Realizing our promise.
On March 11, I joined Katrina Caldwell, vice provost and chief diversity officer; Provost Sunil Kumar; Freeman A. Hrabowski, president of the University of Maryland–Baltimore County; and nearly 400 Johns Hopkins faculty, students, and staff to launch Johns Hopkins' Second Roadmap on Diversity, Equity, and Inclusion. This event marked the next step in a journey that began almost seven years ago.
I remember the moment well. In late 2015, student protests against racial inequity gripped colleges and universities across the country, including Hopkins. Our students, led by our Black Student Union, urged me to participate in an open forum about our lack of faculty, staff, and student diversity. As I was preparing for the forum, I delved into the Hopkins archives to better understand similar moments in our institution's history. Looking at my own planned comments against papers dating back to the 1960s, I realized they were virtually identical. Yet, sadly, our progress as a university had been only episodic. It was clear that we simply had to do more as an institution–and we had to do it differently.
This realization was how the first Roadmap on Diversity and Inclusion was born. Since 2016, we have made meaningful and measurable progress on all our goals, including the creation of a new universitywide statement on diversity, equity, and inclusion, and the admission of the most diverse and academically accomplished undergraduate class in our university's history. We have also laid a strong foundation of public accountability and transparency through regular reports documenting faculty, staff, and student diversity across all our divisions.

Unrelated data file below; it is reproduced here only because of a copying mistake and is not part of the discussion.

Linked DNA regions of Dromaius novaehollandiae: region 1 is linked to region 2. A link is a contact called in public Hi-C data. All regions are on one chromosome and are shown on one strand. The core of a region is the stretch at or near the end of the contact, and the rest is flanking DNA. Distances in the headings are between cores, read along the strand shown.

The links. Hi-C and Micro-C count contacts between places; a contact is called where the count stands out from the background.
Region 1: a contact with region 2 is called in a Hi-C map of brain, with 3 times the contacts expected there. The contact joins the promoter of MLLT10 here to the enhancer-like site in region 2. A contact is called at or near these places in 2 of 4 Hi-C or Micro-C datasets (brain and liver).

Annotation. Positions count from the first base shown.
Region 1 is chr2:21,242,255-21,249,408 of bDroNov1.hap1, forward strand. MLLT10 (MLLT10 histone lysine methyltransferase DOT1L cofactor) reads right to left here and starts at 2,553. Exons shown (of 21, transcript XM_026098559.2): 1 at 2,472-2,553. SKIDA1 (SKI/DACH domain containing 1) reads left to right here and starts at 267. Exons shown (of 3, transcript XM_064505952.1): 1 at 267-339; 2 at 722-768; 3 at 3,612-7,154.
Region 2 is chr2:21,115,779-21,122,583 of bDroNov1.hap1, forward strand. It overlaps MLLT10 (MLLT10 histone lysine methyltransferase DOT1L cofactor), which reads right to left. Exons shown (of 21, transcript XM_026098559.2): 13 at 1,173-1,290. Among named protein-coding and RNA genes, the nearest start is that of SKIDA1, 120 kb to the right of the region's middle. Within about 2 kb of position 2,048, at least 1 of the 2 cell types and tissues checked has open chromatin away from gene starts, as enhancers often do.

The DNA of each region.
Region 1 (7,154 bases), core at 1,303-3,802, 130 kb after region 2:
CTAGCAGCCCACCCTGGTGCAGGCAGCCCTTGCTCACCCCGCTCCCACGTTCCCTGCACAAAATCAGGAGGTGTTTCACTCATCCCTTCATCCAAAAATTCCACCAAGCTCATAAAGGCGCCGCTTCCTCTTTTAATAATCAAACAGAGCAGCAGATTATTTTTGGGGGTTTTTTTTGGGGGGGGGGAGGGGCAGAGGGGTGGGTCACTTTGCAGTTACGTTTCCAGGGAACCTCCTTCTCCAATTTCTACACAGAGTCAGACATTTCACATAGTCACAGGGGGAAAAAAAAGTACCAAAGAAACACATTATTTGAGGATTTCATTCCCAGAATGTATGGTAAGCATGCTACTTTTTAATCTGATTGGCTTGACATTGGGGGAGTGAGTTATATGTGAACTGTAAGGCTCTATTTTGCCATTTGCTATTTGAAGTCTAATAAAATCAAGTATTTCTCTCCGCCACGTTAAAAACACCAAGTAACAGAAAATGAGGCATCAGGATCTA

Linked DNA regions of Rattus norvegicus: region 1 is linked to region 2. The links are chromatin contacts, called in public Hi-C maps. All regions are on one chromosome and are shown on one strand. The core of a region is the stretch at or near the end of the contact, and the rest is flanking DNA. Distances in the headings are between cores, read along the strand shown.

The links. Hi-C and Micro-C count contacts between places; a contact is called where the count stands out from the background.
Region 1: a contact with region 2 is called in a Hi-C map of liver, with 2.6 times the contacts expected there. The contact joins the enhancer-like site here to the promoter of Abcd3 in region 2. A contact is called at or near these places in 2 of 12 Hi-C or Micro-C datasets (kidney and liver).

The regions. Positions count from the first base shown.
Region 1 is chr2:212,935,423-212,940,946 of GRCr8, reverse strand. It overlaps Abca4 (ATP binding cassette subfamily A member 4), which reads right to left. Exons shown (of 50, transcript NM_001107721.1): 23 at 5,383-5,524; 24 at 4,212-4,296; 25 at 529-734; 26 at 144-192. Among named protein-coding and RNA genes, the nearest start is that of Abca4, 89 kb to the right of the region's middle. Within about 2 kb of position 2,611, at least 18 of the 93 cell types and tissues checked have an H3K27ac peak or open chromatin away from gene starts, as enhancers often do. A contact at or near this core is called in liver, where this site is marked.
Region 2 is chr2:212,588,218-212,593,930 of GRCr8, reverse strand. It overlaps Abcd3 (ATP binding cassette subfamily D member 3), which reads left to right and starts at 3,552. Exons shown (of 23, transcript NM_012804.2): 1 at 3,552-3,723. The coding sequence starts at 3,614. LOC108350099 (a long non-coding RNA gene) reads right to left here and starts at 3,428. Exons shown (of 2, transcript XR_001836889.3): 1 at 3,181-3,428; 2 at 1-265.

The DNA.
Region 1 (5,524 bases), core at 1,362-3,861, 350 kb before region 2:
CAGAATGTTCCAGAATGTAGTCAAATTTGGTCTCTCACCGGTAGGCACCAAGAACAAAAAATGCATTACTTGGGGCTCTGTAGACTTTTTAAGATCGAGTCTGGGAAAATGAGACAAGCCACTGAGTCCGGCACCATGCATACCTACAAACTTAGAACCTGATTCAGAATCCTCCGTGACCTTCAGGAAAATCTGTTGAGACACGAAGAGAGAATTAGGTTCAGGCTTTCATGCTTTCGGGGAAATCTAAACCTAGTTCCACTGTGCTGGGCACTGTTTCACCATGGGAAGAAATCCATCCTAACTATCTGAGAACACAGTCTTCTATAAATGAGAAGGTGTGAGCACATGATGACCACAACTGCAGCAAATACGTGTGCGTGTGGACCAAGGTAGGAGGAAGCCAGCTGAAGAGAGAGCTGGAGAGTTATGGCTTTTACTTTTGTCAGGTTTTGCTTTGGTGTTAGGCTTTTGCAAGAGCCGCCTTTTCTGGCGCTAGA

But sustained progress requires sustained effort. Thanks to the Roadmap 2020 Task Force and its working groups, which included many alumni, the Second Roadmap lays out an ambitious set of 24 goals designed in consultation with individuals across Johns Hopkins and among our community partners. These goals include a commitment to deepen and expand faculty and student diversity efforts, focusing keenly on areas that have shown recalcitrance (especially STEM disciplines); to enhance our DEI work by elevating the role of the chief diversity officer and expanding the Office of Diversity and Inclusion; to strengthen and extend our partnerships with our Baltimore community; and to become a truly world-class employer where each member of our staff can thrive personally and professionally.
As I said at our kickoff event, we do this work not simply because it is a moral imperative. It is critical to achieving our aspirations for research and teaching excellence, as well as fulfilling our obligation to be a model of pluralist democracy.
Thank you for supporting your alma mater as we take this next step together. The work isn't over, but we are on our way to realizing our promise.
Ronald J. Daniels